Andhra Pradesh may be heading for hung assembly

April 14th, 2009 - 2:10 pm ICT by IANS  

Bharatiya Janata Party By Mohammed Shafeeq
Hyderabad, April 14 (IANS) As the curtains ring down Tuesday on campaigning for the first phase of the Andhra Pradesh assembly polls - and for round one of the parliamentary elections - the state appears to be heading towards its first hung assembly.

No survey has so far predicted any clear winner though it is more or less certain that the Praja Rajyam Party (PRP) of superstar Chiranjeevi is out of the power race. But it may play a decisive role in deciding who will finally govern.

As things stand at the end of the campaigning for the first phase, both the ruling party and the Telugu Desam Party (TDP)-led Grand Alliance may be unable to muster a majority on their own and may have to look for support from the PRP or other parties.

However, analysts say a last minute swing of one to two percent votes in favour of either formation can change the equation.

While there is no anti-incumbency wave against the government, there is palpable anger among people against sitting legislators in several constituencies due to local factors. On the other hand, there are cracks within the four-party opposition alliance and the presence of the PRP in some districts. All this could throw up a fractured verdict.

The chances of TDP returning to power would largely depend on the impact its promises of free colour television and cash doles for poor would have. TDP chief N. Chandrababu Naidu’s appeal to people to open bank accounts to receive the money can woo the voters at the last minute.

The Congress has made no new promise but is seeking another mandate on the basis of its performance and is questioning Naidu’s credibility in the light of his track record during his nine-year rule (1995-2004).

It will also be interesting to see how many seats the TDP would get on its own and if other constituents of the opposition alliance - Telangana Rashtra Samiti (TRS) and the two left parties Communist Party of India (CPI) and the Communist Party of India-Marxist (CPI-M) - play kingmakers.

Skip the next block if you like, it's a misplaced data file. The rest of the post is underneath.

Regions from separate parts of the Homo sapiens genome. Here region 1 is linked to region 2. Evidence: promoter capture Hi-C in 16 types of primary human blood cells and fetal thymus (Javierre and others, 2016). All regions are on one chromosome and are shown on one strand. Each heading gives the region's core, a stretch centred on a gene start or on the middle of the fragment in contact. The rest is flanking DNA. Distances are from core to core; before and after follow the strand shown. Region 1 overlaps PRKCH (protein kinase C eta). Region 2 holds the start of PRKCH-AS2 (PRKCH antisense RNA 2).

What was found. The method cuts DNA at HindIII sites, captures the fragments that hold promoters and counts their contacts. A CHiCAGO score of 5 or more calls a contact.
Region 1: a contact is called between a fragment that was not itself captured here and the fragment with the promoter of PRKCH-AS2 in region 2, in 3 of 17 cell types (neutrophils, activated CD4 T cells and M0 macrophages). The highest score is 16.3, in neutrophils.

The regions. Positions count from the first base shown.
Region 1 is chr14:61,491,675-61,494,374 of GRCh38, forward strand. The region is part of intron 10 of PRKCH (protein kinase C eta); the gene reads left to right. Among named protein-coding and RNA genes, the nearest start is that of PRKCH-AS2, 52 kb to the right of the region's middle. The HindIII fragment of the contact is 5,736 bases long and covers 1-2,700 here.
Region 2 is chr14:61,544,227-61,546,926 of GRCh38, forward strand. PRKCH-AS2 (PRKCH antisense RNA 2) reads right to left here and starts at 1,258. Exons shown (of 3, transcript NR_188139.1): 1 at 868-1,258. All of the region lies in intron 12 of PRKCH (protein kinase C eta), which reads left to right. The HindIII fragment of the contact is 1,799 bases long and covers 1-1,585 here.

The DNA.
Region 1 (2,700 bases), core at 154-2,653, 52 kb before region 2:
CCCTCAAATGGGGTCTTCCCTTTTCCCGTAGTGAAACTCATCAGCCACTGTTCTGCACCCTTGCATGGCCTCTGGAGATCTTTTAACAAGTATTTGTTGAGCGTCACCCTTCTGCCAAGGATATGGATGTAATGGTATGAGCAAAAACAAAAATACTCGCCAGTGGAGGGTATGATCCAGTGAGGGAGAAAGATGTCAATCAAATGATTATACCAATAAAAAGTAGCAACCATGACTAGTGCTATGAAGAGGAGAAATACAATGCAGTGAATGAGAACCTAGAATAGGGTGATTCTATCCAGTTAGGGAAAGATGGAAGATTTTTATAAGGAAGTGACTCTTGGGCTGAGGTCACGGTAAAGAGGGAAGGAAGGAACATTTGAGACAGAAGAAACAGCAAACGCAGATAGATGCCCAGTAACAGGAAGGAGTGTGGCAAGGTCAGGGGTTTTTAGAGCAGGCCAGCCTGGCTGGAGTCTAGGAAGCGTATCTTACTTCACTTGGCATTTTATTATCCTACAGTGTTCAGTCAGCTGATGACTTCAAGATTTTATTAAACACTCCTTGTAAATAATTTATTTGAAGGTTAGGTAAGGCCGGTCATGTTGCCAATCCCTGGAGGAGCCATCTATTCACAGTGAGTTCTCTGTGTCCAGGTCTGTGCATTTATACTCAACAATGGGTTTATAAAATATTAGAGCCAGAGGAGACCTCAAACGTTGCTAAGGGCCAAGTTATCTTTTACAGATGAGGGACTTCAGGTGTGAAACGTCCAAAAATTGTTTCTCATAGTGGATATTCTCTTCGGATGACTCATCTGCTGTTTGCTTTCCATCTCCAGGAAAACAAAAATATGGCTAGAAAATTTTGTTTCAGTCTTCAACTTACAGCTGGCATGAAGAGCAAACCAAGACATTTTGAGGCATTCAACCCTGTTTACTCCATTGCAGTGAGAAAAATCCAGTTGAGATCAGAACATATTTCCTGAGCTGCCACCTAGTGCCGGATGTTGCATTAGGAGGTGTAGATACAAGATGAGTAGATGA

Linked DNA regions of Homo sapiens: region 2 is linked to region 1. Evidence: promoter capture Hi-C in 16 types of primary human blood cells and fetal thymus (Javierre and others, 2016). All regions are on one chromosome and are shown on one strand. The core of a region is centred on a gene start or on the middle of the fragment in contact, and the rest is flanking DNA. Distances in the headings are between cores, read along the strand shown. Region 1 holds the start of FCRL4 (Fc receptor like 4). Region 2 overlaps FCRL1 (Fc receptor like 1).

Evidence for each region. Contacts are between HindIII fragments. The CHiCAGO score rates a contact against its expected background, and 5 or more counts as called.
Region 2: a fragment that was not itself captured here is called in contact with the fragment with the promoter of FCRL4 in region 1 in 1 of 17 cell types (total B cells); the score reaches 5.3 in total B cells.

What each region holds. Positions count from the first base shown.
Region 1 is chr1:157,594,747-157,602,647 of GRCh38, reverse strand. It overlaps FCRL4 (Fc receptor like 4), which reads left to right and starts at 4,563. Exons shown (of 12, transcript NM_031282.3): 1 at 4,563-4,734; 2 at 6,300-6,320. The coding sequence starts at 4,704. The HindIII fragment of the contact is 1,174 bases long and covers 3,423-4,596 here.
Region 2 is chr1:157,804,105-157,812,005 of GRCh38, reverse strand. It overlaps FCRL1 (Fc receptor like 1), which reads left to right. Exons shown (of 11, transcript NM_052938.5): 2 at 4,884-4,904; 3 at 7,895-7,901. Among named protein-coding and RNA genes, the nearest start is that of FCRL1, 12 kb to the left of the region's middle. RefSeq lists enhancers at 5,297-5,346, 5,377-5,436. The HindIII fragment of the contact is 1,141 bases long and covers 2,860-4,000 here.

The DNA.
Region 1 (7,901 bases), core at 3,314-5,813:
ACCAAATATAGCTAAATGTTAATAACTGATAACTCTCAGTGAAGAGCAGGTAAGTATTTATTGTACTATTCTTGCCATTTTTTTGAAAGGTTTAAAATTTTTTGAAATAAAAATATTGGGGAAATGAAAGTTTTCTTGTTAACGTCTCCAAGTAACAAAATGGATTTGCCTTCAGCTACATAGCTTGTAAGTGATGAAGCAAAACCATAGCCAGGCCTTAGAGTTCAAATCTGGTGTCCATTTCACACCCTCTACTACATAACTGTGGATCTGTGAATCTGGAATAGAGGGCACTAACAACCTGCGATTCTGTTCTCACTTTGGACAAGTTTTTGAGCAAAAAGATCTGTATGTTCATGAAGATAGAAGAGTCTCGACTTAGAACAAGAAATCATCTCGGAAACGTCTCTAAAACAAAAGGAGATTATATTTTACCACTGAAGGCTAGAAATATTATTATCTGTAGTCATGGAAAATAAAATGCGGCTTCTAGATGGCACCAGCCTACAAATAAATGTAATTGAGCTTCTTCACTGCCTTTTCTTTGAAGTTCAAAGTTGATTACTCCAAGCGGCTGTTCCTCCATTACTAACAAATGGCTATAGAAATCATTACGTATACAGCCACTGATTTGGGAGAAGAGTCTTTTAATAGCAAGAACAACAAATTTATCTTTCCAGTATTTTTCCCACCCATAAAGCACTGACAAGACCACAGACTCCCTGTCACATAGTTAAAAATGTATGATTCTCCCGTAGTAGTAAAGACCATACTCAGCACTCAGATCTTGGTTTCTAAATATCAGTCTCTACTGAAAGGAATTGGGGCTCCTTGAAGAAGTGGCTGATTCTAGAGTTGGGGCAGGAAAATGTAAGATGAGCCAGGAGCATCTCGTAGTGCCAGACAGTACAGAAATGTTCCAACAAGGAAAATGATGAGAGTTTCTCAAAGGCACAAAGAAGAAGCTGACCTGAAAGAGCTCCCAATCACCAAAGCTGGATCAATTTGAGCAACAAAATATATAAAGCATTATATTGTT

The TDP is contesting 219 of the 294 assembly seats leaving the remaining seats for TRS, CPI and CPI-M. In 2004 when a strong anti-incumbency was sweeping the state, these parties were with the Congress.

The Congress party then bagged 185 seats and the tally of the alliance led by it was 228. TDP finished a poor second with only 45 seats.

The Congress this time is contesting on its own. Political analysts say while TDP has regained some lost ground, the friendly fight among the alliance partners and presence of rebels in several constituencies does not augur well for it.

With virtually no presence of PRP in the vital Telangana region, Congress and the alliance are locked in a close battle in the region that sends 119 members to state assembly.

Telangana along with north coastal Andhra is going to polls in the first phase, which covers 154 assembly and 22 Lok Sabha constituencies.

The second phase on April 23 will see polling in 150 assembly and 20 Lok Sabha constituencies in south coastal Andhra and Rayalaseema. PRP has some presence in three districts in the southern coast while it will be a direct fight between Congress and TDP in the rest of the region and Rayalaseema.

Bharatiya Janata Party, which is also contesting on its own, has its own vote banks in a few urban areas in Telangana and coastal Andhra. Majlis-e-Ittehadul Muslimeen (MIM) too has its stronghold in the Muslim majority old city of Hyderabad.

Lok Satta, launched by former bureaucrat Jaiprakash Narayan, may also spring a surprise by winning a couple of seats in urban areas.

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